How have the basic conditions of art practice changed and what words and models could we use to open up the potentials at the heart of these developments in art after Conceptualism? 

The dominant models no longer satisfy. It makes no sense to melodramatically invoke the "end of painting" (or any other medium-specific practice for that part) when the continous emergence of fascinating work obviously proves apocalyptic endgame scenarios wrong. Yet, to pretend it were possible to go back to business as usual seems equally impossible because the radical expansion of artistic possibilities through the landslide changes of the 1960s leave medium-specific practices in the odd position of being one among many modes of artistic articulation, with no preset justification. How can we describe then what medium-specific practices like painting or sculpture can do today?

Likewise, it seems, that we can still not quite convincingly describe to ourselves what Conceptual Art can be: An art of pure ideas? As if "pure" idea art were ever possible let alone desirable! An art of smart strategic moves and puns? We have advertising agencies for that. The social and political dimension of Conceptualism has been discussed, but often only in apodictic terms, not acknowledging the humour, the wit, the existential, emotional or erotic aspects, as well as the iconophile, not just iconoclast motives, that have always also been at play in the dialectics and politics of life-long conceptual practices.

This seminar is a part of an ongoing series of monthly talks and conversations about conditions of contemporary practice that started last Fall at The Building in Berlin. The idea is to invent a new language together in discussions that could describe the potentials of contemporary practice; a language that would acknowledge a shared sense of crisis and doubt, yet fight the senseless paranoia over legitimation that too much bad-faith criticism today exploits in the wake of second-generation institutional critique. In other words: how could, in response to the concerns of contemporary art practice, a critical vocabulary be developed that would break the spell of the oedipal infatuation with the laws of (institutional) legitimacy - and instead help to transform criticism into a truly gay science based on a shared sense of appreciation and irreverence?

Jan Verwoert is an art critic based in Berlin. He is a contributing editor to Frieze magazine and also writes regularly about contemporary art for such art magazines as 
Afterall, Metropolis M, Springerin, and other. His book Bas Jan Ader: In Search of the Miraculous (One Work) was published in 2006 by Afterall Books/MIT Press. He teaches at Piet Zwart Institute, Rotterdam.

All events are free with Museum admission but tickets are required. Tickets can be reserved online or at the Museum one week before the seminar's start; a limited number of tickets will be available one hour before each event's start. Tickets are limited, distributed on a first-come-first-serve basis, and must be collected prior to the event's start time. Unclaimed tickets will be released promptly at the event's start time. Please check individual events below for tickets and more information

Thursday, February 19, 2009



Performa 09, the third biennial of new visual art performance, will be held in New York City from November 1-22, 2009. The three-week city-wide festival will feature new Performa Commissions and an exciting program of performances, exhibitions, educational forums, film screenings, and radio and television broadcasts. Presented with a consortium of arts institutions and a network of public and private venues across the city, Performa 09 will showcase the work of approximately 100 artists in collaboration with over 25 curators -- institutional and independent -- in a lively, performance-driven "festival as think tank" that will be a catalyst for envisioning New York City as "the city of the Future".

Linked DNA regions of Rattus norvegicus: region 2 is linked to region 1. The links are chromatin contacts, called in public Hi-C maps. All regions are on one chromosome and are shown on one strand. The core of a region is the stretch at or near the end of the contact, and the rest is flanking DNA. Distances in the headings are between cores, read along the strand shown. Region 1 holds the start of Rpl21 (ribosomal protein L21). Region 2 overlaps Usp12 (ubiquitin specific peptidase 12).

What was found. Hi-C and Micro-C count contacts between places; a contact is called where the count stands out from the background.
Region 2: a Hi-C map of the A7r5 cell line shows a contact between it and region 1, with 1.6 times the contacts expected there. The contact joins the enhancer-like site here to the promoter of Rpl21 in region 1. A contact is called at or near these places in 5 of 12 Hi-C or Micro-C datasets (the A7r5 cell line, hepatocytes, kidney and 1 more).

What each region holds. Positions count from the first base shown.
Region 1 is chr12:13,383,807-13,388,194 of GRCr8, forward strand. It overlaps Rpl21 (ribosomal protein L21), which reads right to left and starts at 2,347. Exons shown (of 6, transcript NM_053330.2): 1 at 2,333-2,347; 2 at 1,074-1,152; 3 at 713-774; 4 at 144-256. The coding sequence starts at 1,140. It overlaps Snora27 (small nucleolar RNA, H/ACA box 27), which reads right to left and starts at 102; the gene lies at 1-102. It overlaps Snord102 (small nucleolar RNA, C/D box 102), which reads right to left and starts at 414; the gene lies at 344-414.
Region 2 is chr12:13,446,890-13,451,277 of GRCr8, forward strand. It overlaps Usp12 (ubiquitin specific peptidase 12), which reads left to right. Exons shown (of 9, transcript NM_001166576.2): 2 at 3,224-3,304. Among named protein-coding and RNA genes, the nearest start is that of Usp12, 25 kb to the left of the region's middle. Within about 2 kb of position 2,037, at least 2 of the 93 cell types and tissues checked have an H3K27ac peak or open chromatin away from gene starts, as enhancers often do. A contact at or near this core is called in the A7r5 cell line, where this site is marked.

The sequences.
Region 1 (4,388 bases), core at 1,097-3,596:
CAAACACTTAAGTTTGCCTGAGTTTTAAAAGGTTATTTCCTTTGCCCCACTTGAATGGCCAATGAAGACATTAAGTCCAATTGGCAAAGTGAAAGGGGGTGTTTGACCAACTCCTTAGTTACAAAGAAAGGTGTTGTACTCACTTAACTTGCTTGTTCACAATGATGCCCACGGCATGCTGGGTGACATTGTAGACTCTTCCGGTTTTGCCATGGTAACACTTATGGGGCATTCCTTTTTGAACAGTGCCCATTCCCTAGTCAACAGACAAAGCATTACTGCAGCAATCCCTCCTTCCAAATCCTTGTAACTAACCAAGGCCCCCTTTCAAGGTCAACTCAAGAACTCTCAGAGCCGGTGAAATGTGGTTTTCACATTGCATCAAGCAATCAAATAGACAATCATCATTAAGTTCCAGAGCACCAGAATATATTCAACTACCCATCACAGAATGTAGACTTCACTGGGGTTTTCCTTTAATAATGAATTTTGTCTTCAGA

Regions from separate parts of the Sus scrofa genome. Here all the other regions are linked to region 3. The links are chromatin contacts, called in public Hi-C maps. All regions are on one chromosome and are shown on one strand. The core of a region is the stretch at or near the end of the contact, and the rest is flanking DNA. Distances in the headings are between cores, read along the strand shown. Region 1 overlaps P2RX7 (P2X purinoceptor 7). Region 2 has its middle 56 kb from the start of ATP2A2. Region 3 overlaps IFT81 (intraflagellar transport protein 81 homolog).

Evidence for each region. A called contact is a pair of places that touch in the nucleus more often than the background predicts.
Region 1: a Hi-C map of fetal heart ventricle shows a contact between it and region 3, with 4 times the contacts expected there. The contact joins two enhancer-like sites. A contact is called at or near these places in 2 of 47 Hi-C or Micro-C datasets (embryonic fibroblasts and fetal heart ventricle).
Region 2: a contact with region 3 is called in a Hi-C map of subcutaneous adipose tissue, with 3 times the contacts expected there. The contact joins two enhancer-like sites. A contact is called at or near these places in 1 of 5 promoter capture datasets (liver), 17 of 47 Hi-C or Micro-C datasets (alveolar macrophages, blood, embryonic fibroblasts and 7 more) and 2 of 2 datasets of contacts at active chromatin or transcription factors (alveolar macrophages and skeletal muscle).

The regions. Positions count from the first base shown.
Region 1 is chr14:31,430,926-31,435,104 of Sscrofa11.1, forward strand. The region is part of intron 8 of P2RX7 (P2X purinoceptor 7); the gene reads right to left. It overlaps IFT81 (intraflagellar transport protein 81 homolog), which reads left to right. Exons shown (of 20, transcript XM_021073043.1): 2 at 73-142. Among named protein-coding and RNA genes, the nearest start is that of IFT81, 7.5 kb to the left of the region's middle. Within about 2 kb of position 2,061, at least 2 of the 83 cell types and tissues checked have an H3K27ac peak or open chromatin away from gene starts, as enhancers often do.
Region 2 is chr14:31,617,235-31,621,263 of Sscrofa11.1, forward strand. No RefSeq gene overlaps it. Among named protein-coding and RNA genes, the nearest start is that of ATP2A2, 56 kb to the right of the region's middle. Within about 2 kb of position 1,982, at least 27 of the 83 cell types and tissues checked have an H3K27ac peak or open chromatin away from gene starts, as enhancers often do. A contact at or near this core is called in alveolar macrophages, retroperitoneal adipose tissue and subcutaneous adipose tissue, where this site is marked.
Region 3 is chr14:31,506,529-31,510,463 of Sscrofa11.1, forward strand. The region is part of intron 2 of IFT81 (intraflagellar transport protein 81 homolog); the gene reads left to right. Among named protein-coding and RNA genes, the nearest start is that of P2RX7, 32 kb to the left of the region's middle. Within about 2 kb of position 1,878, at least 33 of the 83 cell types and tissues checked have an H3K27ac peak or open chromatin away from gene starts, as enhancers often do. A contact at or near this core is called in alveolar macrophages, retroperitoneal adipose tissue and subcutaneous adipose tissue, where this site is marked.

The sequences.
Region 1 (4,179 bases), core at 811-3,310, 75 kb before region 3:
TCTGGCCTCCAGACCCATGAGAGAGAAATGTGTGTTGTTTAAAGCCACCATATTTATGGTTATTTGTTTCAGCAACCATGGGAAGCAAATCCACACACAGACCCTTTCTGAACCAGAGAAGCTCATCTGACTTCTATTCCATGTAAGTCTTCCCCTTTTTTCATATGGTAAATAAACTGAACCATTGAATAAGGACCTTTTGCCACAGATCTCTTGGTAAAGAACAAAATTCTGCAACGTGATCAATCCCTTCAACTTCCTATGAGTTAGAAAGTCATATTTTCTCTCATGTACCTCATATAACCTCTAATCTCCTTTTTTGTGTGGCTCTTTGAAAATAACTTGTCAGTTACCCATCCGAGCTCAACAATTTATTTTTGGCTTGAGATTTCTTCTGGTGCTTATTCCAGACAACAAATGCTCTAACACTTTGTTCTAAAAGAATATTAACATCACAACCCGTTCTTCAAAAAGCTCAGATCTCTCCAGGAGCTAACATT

Performa 09 will mark the 100th anniversary of the publication of F.T. Marinetti's "Futurist Manifesto" in 1909, which launched the most provocative and cross-disciplinary artistic movement of the twentieth century, bringing some of the radical propositions of the Futurists a century ago back to life in unexpected ways. Using the Futurist template of manifestos-for-the-future in all disciplines, Performa 09 will explore exciting new ideas in visual art, film, music, poetry, graphic design, dance, architecture, and urbanism. The city of New York itself will be featured as an evolving ignition of ideas, its streets, transportation, and airwaves providing a platform for public engagement and inspiration. Following the biennial, several Performa Commissions will tour to venues in Milan, Mexico City and Shanghai. The countdown to Performa 09 will begin with a special Futurist Banquet on February 20th -- the date, one hundred years ago, of the publication of the original manifesto on the front page of Paris's 
Le Figaro -- featuring an inventive menu of recipes from Marinetti's Futurist Cookbook (1932), live music, and performances celebrating this historic occasion.


Performa, a non-profit multidisciplinary arts organization established by art historian and curator RoseLee Goldberg in 2004, is dedicated to exploring the critical role of live performance in the history of twentieth century art and to encouraging new directions in performance for the twenty-first century. Performa launched New York's first performance biennial, Performa 05, in 2005, followed by Performa 07 in 2007.

Performa is supported by grants from the Toby Devan Lewis Philanthropic Fund, The Rockefeller Foundation NYC Cultural Innovation Fund, The Andy Warhol Foundation for the Visual Arts, The Greenwall Foundation, the Peter Norton Family Foundation, the David & Elaine Potter Charitable Trust, Bloomberg L.P., the Korea Foundation, the Rockefeller Brothers Fund, the Helena Rubenstein Foundation, the Starry Night Fund of the Tides Foundation, the Foundation for Contemporary Arts, Furthermore: a program of the J.M. Kaplan Fund, the Performa Board of Directors, the Performa Producer's Circle, the Performa Visionaries, and many generous individuals. Public support is provided by the National Endowment for the Arts, the New York Council for the Humanities, and The Lower Manhattan Cultural Council.